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Air quality remains a concern, but getting better

Smog covers Salt Lake City as an inversion lingers. (Qiling Wang, Deseret News)

SALT LAKE CITY, Utah —¬†Poor air quality continues to be a concern in the Salt Lake Valley, but experts say that significant improvements have been made.

While things are far from perfect this week, it could be a lot worse.

In fact, it has been in the past.

That’s the message from Jared Mendenhall, with the state Department of Environmental Quality.

“Air quality is getting quite a bit better here in Utah,” he said.

According to Mendenhall, you only have to look back a few decades to find stretches of much worse air quality in the Salt Lake Valley.

“These aren’t the prolonged inversions we used to see in the early ’80s,” he said.

There are a number of things that have contributed to the positive changes.

Officials say first, and perhaps most importantly, awareness has never been higher.

Additionally, people are increasingly gravitating towards renewable resources.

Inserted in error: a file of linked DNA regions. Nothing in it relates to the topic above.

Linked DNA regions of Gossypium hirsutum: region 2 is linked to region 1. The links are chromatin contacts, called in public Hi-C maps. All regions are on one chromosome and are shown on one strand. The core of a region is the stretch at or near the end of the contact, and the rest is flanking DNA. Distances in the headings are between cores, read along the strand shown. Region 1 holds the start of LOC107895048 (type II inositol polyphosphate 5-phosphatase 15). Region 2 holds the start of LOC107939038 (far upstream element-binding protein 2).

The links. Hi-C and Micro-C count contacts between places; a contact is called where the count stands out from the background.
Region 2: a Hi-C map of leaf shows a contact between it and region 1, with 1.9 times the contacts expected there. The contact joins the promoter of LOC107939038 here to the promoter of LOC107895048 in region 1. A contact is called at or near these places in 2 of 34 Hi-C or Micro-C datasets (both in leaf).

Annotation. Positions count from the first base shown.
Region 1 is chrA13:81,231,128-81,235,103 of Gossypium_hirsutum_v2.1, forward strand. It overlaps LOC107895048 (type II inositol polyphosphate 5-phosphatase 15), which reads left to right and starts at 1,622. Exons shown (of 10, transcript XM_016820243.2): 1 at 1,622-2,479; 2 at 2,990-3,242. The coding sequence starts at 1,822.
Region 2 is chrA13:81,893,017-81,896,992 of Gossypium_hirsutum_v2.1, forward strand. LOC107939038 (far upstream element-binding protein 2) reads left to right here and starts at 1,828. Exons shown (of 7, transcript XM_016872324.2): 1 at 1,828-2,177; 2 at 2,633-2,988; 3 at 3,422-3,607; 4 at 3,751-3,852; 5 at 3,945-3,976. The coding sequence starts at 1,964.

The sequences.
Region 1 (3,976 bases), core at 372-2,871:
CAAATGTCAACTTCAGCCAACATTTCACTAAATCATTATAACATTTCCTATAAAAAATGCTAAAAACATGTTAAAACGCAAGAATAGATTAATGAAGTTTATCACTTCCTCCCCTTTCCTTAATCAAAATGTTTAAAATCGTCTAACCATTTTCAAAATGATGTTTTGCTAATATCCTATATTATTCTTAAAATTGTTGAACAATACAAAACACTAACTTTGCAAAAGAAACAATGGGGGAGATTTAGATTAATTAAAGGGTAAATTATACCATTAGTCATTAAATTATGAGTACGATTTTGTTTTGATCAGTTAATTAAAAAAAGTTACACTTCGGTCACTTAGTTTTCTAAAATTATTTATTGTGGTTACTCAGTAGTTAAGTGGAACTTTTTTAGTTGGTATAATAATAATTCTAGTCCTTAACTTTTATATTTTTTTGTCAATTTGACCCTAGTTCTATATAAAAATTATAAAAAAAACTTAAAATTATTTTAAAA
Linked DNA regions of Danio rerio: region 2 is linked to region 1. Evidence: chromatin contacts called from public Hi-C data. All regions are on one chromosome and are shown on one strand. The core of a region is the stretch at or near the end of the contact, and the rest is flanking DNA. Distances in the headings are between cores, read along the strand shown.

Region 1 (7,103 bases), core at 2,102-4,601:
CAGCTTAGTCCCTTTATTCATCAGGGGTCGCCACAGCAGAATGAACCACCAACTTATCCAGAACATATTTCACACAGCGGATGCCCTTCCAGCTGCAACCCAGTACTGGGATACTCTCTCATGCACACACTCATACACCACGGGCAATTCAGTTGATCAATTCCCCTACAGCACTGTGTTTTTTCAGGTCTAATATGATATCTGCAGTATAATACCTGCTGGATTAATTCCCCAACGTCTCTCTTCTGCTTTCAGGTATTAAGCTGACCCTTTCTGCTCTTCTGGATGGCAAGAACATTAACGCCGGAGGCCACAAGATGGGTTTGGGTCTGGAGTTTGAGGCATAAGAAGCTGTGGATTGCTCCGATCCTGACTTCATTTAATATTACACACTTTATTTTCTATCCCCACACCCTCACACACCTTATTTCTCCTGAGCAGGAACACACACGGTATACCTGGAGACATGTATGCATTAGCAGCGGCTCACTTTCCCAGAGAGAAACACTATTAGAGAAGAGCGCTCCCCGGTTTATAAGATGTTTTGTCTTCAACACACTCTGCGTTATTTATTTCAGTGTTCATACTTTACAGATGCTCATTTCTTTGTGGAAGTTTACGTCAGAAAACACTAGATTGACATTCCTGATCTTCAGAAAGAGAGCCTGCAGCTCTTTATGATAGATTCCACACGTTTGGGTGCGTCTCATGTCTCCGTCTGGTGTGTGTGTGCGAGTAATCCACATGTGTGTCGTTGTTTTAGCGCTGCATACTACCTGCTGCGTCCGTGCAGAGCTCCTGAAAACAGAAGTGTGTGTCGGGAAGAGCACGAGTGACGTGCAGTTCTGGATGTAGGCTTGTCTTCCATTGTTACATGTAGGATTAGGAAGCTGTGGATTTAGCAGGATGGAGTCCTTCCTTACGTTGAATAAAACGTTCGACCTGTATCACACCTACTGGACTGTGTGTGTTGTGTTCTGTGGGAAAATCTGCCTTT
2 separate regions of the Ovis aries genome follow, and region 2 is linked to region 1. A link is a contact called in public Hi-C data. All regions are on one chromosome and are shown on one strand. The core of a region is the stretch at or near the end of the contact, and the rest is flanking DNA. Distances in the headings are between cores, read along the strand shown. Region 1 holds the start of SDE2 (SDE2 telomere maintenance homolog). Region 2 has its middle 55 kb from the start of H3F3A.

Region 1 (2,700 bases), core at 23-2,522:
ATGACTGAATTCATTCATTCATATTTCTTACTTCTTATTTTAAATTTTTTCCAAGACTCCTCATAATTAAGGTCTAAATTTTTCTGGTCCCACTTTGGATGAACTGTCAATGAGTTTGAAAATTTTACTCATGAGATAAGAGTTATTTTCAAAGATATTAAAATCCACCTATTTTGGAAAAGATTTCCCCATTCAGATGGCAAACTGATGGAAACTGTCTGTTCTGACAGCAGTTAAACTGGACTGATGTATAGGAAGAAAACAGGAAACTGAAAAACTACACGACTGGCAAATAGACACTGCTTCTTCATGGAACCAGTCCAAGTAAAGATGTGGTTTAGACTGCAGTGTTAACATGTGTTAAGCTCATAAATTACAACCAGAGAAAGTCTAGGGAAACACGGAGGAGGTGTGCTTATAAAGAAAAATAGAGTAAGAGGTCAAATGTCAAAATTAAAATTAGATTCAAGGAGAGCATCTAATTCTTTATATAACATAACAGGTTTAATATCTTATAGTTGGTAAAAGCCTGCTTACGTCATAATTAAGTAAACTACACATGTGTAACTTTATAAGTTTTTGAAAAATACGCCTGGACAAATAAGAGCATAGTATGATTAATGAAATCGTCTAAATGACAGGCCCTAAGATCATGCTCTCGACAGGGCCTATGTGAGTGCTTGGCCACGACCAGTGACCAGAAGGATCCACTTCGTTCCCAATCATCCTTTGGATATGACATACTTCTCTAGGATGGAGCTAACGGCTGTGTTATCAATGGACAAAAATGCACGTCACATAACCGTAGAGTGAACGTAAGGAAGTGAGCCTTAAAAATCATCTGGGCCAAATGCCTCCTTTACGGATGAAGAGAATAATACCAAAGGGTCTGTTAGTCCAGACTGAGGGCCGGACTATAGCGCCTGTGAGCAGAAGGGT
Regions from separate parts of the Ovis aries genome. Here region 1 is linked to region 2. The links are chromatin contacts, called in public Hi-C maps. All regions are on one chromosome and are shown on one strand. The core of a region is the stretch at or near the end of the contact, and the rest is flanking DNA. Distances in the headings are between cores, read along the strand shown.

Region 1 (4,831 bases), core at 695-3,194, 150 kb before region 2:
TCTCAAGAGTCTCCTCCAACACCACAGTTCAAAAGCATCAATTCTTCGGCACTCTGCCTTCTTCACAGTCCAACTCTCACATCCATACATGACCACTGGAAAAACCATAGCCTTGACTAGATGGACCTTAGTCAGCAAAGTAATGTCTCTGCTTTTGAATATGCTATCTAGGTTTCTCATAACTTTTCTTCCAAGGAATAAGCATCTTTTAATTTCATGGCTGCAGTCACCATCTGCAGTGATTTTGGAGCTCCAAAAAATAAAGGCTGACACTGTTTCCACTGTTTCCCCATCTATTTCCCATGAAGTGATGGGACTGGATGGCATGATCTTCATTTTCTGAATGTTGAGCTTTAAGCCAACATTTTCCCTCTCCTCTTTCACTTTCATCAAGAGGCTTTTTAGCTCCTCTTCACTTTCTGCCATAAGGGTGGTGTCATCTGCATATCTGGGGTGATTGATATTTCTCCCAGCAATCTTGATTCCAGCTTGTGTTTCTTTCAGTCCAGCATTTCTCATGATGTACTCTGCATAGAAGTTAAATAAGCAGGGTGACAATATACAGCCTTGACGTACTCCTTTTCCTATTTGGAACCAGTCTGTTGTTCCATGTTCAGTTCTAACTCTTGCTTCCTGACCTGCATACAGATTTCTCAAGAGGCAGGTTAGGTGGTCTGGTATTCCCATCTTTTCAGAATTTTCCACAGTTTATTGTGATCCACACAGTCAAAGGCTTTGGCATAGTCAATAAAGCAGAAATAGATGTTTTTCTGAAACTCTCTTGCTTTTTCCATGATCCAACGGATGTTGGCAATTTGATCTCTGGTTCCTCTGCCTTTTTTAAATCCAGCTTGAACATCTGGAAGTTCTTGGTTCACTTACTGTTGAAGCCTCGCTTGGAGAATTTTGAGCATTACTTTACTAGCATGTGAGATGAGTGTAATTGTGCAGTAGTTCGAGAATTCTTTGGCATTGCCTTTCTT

“With everybody pulling in that same direction and taking our air quality seriously,” Mendenhall said,¬† “we have started to make some important strides and we’re starting to see the area isn’t the way it was in the ’80s.”

And all of these behavioral changes seem to be here to stay.

Officials are optimistic things will continue to improve as people get more comfortable with non-traditional modes of transportation.

“Whether that’s carpooling or using some of those travel-light strategies where you consolidate trips and try and start that car as little as possible,” explains Mendenhall.

However, even with those suggestions in mind, the inversions aren’t going away anytime soon.

Due to the area’s geographical landscape, Mendenhall says air quality will never be ideal, but there’s always more to be done in order to limit the problem.